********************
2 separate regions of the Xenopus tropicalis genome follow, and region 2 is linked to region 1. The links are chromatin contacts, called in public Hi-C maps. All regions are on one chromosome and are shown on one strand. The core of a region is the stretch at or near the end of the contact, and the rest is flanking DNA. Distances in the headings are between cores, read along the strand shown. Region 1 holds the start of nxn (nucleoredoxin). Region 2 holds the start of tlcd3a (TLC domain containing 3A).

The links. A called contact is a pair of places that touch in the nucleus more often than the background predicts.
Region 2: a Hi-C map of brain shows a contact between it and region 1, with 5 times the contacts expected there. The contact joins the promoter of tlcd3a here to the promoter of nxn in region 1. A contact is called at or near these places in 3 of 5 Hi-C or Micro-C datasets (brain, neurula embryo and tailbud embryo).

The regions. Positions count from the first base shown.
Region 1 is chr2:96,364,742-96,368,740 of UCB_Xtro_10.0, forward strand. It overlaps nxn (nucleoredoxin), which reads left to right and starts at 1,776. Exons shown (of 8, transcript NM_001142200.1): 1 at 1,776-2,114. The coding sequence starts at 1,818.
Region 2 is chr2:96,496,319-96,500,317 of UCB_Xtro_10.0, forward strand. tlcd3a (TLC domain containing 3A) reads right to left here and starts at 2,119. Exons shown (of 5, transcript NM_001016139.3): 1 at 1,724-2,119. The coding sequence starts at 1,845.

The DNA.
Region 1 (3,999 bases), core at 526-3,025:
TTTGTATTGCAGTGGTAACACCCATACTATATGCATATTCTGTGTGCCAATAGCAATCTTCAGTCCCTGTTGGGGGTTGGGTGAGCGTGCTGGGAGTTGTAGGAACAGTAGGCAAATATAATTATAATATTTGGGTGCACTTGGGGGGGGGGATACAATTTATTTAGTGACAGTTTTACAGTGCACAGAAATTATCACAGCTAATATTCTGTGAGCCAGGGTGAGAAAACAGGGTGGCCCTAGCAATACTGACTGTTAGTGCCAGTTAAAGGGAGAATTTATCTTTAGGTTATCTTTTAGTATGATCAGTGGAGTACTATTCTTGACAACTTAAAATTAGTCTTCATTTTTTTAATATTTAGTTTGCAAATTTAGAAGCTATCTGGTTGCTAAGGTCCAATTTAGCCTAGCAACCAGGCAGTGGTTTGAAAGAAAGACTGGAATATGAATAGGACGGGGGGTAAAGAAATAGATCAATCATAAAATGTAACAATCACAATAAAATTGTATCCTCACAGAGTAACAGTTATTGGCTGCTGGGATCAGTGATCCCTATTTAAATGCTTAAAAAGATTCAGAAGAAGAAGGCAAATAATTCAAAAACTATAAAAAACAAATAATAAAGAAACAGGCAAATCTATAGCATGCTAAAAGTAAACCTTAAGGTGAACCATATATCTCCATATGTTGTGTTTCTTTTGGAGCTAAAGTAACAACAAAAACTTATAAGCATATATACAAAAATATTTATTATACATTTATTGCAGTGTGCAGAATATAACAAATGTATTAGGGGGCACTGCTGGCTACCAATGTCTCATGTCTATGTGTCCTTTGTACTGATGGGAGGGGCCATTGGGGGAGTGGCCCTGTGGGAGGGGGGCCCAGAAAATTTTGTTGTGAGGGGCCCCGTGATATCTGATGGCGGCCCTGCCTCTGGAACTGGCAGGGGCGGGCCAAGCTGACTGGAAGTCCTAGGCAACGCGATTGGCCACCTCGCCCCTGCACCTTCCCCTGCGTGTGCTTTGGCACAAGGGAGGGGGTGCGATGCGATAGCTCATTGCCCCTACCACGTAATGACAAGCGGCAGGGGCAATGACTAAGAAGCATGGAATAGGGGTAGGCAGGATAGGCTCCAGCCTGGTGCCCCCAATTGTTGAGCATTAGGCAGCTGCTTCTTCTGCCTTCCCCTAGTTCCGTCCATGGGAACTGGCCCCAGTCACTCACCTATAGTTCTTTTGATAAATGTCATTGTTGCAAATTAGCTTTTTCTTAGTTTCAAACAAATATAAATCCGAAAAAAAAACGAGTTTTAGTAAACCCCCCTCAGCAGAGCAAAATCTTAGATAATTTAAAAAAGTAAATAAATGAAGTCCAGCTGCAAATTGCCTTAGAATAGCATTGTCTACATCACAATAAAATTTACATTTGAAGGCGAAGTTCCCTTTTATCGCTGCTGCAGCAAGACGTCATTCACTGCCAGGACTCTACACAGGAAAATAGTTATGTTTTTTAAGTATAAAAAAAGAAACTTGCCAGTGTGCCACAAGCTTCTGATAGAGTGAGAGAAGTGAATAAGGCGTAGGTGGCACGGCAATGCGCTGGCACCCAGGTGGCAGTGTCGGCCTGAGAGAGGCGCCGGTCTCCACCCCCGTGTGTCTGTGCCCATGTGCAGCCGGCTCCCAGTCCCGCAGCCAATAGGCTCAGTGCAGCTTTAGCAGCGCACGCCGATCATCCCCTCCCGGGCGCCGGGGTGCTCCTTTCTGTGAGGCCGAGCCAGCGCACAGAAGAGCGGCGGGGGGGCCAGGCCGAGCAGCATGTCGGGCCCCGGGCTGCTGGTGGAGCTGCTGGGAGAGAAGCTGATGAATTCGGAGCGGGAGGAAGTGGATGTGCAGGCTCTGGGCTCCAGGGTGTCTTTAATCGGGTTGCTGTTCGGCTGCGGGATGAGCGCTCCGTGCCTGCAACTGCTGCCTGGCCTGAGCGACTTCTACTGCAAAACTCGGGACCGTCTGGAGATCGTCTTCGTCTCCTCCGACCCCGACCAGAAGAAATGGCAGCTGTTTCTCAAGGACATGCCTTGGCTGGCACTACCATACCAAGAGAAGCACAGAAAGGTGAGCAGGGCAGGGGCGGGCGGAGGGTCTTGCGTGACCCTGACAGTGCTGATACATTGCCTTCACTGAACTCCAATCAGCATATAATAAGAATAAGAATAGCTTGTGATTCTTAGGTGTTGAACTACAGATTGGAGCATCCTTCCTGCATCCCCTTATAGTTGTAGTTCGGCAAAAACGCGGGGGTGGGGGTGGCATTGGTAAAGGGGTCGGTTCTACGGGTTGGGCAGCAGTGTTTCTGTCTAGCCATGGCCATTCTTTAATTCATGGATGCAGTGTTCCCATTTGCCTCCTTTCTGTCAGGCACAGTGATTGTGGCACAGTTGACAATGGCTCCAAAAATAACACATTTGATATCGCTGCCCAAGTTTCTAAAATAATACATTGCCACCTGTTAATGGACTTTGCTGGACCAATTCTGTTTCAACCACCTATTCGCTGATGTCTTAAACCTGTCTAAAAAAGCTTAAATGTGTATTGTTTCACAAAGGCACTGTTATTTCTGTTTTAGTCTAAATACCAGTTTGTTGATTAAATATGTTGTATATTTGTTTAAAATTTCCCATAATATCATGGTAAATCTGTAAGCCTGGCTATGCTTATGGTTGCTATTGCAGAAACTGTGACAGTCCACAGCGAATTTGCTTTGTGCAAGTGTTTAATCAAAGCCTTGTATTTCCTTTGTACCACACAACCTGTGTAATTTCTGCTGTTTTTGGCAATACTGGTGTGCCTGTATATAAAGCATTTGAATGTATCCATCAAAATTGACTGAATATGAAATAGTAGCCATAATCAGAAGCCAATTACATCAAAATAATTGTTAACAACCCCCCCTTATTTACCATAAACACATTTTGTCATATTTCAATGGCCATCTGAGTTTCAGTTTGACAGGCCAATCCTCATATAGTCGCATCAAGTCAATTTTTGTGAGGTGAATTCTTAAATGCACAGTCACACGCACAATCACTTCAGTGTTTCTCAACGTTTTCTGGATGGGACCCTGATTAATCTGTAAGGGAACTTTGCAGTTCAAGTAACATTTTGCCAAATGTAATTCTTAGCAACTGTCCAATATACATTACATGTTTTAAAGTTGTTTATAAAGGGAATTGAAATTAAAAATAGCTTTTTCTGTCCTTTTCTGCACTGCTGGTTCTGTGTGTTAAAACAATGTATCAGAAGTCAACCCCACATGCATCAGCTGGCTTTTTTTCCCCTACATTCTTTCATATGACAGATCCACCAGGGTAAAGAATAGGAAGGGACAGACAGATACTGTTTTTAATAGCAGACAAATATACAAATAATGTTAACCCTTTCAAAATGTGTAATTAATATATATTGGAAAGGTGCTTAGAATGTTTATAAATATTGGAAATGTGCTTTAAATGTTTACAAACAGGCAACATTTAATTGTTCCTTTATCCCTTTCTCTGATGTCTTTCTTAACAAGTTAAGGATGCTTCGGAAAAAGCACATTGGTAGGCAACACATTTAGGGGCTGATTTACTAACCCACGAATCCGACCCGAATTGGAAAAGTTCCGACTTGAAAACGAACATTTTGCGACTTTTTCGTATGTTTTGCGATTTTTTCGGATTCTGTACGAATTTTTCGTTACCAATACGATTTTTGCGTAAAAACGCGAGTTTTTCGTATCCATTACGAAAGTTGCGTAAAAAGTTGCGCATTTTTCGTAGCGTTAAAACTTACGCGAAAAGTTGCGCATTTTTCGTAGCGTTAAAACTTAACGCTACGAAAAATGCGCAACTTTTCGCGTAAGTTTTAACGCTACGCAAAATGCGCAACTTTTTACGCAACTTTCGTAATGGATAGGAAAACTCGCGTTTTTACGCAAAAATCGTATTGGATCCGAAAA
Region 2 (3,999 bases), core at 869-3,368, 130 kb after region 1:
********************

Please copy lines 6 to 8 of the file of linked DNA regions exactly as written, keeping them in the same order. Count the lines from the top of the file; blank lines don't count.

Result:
Region 2 is chr2:96,496,319-96,500,317 of UCB_Xtro_10.0, forward strand. tlcd3a (TLC domain containing 3A) reads right to left here and starts at 2,119. Exons shown (of 5, transcript NM_001016139.3): 1 at 1,724-2,119. The coding sequence starts at 1,845.

The DNA.
Region 1 (3,999 bases), core at 526-3,025: